North Carolina's Birdseye Maps

  • Roberta Williams University of North Carolina at Greensboro


The nineteenth-century was a time of tremendous change in The United States. Great technological advances fed the assurgency of the Industrial Revolution and American capitalism. Newly built factories forever changed the American landscape and the creation of a middleclass, comprised mostly of innovative businessmen (factory owners and other small businesses owners), was the result of a surging economy. Phenomenal population increases were fueled by the arrival of thousands of immigrants who fled Europe for the promise of land in a nation full of promise. Amidst all of this change and development, America also found itself in the throes of a debilitating civil war. The clash between North and South ended in the Confederate states being absorbed into the Union but the losses suffered by the South, and the period of restoration that followed proved to retard industrialism in the South compared to the North.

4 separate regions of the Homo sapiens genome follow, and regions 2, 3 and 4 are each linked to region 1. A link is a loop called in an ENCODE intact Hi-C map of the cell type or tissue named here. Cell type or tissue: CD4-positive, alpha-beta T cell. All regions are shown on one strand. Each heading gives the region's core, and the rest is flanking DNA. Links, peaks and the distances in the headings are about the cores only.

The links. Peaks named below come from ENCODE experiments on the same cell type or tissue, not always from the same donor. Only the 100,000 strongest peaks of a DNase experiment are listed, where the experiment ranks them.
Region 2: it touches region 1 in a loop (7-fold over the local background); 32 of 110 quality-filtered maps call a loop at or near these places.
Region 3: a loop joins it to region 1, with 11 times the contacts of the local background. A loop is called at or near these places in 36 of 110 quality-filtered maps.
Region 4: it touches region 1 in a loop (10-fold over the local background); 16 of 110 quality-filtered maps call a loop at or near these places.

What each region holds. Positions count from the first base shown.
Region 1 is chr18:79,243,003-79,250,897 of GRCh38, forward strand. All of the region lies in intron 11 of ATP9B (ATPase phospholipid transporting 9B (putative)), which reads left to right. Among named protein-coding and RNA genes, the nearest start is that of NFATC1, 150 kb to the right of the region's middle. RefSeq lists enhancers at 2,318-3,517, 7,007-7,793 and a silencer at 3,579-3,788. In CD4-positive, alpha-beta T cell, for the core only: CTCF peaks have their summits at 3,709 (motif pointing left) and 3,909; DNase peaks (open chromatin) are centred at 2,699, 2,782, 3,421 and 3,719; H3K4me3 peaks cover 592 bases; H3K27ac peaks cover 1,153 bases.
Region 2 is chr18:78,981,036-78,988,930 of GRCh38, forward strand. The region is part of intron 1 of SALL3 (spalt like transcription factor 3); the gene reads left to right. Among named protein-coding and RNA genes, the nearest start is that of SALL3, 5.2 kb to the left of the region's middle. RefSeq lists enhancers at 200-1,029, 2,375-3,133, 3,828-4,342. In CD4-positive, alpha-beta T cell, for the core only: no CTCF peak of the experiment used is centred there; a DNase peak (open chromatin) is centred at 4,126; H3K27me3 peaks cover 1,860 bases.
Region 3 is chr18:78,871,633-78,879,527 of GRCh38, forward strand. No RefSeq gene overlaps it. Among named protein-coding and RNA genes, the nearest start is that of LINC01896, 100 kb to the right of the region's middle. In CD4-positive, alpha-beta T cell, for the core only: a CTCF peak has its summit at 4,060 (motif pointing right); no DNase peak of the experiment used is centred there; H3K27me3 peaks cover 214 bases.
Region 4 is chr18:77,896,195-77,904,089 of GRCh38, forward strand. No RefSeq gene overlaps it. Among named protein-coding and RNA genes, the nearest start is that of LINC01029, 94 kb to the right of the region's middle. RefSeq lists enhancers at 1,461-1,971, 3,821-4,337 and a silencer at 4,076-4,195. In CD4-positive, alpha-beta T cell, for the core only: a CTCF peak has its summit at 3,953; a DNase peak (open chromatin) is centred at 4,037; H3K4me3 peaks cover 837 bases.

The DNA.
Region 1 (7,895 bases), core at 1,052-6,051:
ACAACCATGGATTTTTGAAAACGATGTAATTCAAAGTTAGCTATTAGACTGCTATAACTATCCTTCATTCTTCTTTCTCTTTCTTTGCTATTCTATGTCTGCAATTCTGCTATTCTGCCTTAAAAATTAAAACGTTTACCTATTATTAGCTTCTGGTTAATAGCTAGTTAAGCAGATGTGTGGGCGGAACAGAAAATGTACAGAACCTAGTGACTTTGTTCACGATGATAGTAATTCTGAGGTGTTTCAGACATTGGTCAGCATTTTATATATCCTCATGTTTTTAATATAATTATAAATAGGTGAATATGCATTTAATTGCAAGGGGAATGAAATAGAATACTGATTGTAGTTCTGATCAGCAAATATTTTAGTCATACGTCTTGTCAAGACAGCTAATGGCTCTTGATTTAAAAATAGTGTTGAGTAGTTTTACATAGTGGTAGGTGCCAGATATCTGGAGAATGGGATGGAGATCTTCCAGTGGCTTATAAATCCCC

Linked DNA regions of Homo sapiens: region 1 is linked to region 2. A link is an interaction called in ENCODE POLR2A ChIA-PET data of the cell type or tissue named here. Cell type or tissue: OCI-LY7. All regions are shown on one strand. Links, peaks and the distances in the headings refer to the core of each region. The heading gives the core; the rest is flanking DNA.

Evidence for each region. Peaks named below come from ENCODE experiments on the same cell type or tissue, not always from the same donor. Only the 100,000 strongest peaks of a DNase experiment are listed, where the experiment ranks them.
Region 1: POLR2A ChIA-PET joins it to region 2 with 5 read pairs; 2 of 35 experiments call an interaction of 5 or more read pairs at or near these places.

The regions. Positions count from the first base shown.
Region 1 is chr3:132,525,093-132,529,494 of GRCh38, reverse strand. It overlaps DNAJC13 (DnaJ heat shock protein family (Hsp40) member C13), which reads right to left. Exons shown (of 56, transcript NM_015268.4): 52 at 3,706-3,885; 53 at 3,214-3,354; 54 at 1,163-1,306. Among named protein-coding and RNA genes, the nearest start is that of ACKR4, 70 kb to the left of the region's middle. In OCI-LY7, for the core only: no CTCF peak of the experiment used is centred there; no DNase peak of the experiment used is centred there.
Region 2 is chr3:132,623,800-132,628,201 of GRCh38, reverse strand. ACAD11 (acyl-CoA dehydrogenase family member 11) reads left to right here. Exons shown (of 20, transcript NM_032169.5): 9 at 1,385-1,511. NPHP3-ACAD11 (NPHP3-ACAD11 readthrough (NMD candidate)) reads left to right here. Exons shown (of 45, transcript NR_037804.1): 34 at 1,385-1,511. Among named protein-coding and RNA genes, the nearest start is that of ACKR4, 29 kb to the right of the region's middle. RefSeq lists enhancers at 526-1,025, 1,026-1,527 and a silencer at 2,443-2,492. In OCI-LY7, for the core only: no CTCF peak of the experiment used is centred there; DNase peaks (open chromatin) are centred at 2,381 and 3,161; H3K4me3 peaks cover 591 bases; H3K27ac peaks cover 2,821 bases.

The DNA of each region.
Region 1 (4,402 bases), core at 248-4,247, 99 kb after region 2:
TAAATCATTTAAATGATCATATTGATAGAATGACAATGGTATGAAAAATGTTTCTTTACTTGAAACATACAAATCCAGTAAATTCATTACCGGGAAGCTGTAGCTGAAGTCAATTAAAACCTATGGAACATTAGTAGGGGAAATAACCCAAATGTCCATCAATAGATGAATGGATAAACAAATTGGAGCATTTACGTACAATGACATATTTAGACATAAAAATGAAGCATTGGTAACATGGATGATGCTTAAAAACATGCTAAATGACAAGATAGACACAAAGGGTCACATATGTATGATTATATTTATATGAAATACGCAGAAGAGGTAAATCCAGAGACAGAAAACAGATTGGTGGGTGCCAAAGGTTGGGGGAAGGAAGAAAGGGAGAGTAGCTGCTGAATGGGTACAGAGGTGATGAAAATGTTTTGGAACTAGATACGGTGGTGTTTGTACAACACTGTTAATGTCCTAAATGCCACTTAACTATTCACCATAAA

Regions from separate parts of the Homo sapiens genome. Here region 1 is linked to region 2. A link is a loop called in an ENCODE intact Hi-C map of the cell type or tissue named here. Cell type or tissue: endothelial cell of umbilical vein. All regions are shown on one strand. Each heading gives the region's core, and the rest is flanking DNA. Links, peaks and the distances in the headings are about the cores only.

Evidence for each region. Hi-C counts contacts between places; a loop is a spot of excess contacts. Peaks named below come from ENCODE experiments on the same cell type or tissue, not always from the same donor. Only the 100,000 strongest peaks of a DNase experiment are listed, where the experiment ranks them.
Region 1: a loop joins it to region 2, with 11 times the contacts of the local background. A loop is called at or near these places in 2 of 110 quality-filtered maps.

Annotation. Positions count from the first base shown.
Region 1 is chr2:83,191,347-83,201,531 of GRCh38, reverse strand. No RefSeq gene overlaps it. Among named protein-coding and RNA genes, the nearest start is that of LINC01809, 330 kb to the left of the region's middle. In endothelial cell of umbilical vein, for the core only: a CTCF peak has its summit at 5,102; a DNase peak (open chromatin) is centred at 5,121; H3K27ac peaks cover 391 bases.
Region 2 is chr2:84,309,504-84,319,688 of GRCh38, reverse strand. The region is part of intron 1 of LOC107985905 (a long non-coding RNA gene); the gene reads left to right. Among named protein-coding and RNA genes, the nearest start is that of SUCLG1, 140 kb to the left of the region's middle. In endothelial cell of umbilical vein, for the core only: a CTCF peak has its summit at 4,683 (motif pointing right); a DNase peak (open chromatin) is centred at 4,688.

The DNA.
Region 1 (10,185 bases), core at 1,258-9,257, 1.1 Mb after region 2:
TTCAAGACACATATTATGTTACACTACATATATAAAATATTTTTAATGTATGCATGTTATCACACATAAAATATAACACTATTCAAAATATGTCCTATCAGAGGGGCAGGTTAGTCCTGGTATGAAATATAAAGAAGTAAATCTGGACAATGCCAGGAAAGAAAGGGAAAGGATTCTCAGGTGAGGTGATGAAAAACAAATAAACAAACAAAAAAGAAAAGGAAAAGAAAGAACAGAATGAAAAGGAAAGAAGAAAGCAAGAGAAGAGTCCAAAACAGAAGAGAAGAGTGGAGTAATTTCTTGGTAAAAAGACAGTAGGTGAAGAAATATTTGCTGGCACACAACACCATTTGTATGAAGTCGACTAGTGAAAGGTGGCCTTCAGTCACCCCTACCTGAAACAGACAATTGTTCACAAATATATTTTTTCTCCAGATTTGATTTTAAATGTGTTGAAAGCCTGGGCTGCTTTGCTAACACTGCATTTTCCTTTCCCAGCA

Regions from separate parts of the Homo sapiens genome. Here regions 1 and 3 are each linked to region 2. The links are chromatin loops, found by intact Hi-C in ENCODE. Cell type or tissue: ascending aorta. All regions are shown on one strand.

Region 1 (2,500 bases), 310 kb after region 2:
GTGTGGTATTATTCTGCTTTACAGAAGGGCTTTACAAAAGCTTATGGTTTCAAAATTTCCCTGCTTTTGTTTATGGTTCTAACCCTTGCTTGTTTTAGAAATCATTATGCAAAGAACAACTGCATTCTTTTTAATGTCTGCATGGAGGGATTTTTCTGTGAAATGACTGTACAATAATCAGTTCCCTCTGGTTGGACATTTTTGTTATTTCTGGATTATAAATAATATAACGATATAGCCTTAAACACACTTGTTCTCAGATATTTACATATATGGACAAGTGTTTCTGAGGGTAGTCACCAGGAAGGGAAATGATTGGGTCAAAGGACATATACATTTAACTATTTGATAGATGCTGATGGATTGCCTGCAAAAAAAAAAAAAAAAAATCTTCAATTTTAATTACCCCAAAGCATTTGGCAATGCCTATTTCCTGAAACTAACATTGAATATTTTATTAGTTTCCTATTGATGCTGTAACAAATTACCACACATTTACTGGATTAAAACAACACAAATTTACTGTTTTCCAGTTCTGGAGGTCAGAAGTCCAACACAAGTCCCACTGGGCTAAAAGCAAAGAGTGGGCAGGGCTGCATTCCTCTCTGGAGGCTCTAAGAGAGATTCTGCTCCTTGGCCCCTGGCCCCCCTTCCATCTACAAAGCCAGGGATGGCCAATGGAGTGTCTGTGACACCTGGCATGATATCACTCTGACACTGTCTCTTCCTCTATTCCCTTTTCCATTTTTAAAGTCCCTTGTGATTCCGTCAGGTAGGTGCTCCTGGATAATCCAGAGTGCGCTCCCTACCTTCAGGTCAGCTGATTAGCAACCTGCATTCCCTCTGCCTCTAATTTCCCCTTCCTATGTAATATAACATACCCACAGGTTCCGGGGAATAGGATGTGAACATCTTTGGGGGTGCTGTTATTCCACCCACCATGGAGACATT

The majority of the American bird's eye maps captured the growth of the nation during the nineteenth-century by focusing on the change taking place in the North. The maps were akin to modern day web pages providing information about the town, and encouraging community awareness, while demonstrating full-fledged civic pride (Kreiger, 2008). Because the plantation society of the South subsisted on a predominantly agricultural economy, bird's eye map makers took little notice of the South until after the Civil War when industry and development made its mark on the southern landscape. This paper examines six of the fourteen the bird's eye maps of North Carolina that cover the span of time from Reconstruction into the first second decade of the twentieth century, thereby providing a continuous record of post-War development.